This is a world where disrespectability politics reign, a world where black women’s bodies and lives become the load-bearing wall, in the house that race built, a world where the tacit disrespect of Black womanhood is as American as apple pie, as global as Nike. (Just do it. Everybody else is. ) In this world, Black women have moved from “fly-girls to bitches and hoes” and back again to just, well, flies. Insects. Pests.
But getting back to bitches…
Right on cue (and a little too conveniently) reports surfaced that Jay-Z was relinquishing his use of the b-word, and it seemed that Blue had already begun to work her magic. Like others, I was skeptical, but intrigued. I mean, if you weren’t already convinced, read Jay’s (and dream hampton’s) book Decoded, and there’s no denying that he’s a highly intelligent brotha, one who is no stranger to defending his word choice. Even Oprah, who took him to task for using the n-word, respects him enough, finds him worthy enough of an OWN Masterclass.
Turns out that the whole thing was a hoax, a story hatched with a half-way believable poem, by an internet writer hoping to create buzz with a side of consciousness. Annoying as such tomfoolery is, I can’t knock a Black girl for wishing that a man’s relationship to the women in his life would lessen rather than heighten his investments in patriarchy and misogynoir (black girl hatred).
As much as I didn’t believe the story, I thought the strategy ingenious. I mean, what self-respecting new father, what respectable man, would actually issue a statement reasserting his right and intention to the use the b-word copiously?
But fellow Sagittarian Jay-Z is nothing if not principled, so that’s exactly what he did, letting it be known through his camp, that all b-words– bitch, Beyonce, and baby Blue—remain in his lexicon. It was a respectful fuck you to doing the respectable thing and a straight up diss to respectability itself. Hip Hop aesthetics at their finest.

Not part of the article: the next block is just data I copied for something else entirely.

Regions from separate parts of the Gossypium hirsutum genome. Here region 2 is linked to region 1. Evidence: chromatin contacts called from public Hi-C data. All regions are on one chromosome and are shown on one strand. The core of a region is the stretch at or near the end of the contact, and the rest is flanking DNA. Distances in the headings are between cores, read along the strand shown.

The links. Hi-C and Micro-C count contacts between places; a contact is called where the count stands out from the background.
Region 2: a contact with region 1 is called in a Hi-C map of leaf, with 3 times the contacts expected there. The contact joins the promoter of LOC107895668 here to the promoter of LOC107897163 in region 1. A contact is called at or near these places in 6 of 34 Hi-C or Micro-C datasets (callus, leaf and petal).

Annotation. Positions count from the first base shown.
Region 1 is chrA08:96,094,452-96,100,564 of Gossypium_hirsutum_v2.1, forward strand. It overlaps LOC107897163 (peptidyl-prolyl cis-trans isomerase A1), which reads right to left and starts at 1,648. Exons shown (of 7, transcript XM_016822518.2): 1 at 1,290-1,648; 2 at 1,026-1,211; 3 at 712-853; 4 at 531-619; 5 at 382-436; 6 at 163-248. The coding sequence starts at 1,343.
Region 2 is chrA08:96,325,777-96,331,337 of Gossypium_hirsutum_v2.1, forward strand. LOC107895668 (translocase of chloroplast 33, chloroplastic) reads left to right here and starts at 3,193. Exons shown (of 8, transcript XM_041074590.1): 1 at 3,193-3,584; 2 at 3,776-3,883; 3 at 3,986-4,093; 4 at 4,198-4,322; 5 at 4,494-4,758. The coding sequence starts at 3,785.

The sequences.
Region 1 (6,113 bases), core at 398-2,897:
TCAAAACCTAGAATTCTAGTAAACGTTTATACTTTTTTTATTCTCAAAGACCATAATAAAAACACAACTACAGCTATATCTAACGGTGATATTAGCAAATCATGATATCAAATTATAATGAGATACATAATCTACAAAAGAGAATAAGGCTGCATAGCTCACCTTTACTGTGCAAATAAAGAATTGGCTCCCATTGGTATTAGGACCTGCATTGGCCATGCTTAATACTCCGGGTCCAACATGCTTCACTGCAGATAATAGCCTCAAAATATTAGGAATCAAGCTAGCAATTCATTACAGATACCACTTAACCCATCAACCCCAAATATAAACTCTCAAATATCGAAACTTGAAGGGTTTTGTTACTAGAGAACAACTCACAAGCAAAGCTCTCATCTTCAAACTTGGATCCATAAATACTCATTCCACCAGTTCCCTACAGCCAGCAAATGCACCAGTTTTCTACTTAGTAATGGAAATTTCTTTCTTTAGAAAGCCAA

And herein lies the conundrum. Black feminists have long pointed to the limitations of respectability politics, steeped as they are in elitist, heteronormative, and sexually repressive ideas about proper Black womanhood. When disrespect becomes where we enter, we confront a reality that is pretty dismal for Black womanhood. But when we enter at respectability, there we confront limitations, too. I mean, Michelle Obama, the country’s Leading Lady, can’t even get no respect. It is time to face the fact that the more-than-century-long project of respectability politics has been an utter failure, particularly since it hasn’t convinced Black men to treat us any better either.
Our recognition beckons new strategies, even as we confront the terrible realities of the challenges that give rise to them. If you’ll permit me to put on my professor kangol and theorize for a moment, I think we must consider the potential in the space between the diss and the respect—the potential (and the danger) of what it means to dis(card) respectability altogether. This space between the disses we get and the respect we seek is the space in which Black women live our lives. It is the crunk place, the percussive place, the place that makes noise (and music), the place that moves us, the place that offers possibility in the midst of two impossible extremes. And frankly, that is what I would wish for baby Blue anyway, the ability to make her own way in the midst of two largely unattainable extremes of Black woman- and manhood represented in her mommy and daddy. I hope that in having access to their humanity, she can draw from who they actually are, rather than who we make them out to be. And I hope she will know that she, like every other Black girl, is the most beautifullest thing in this world, simply because she is.
For the rest of us, we might have to accept that this magical, Edenic, place “when and where” Black women “can enter in the quiet undisputed dignity of our womanhood” is not forthcoming. We’re gonna have to fight for the dignity that’s rightfully ours. So um #nodisrespect but excuse me while I #takeoffmyearrings.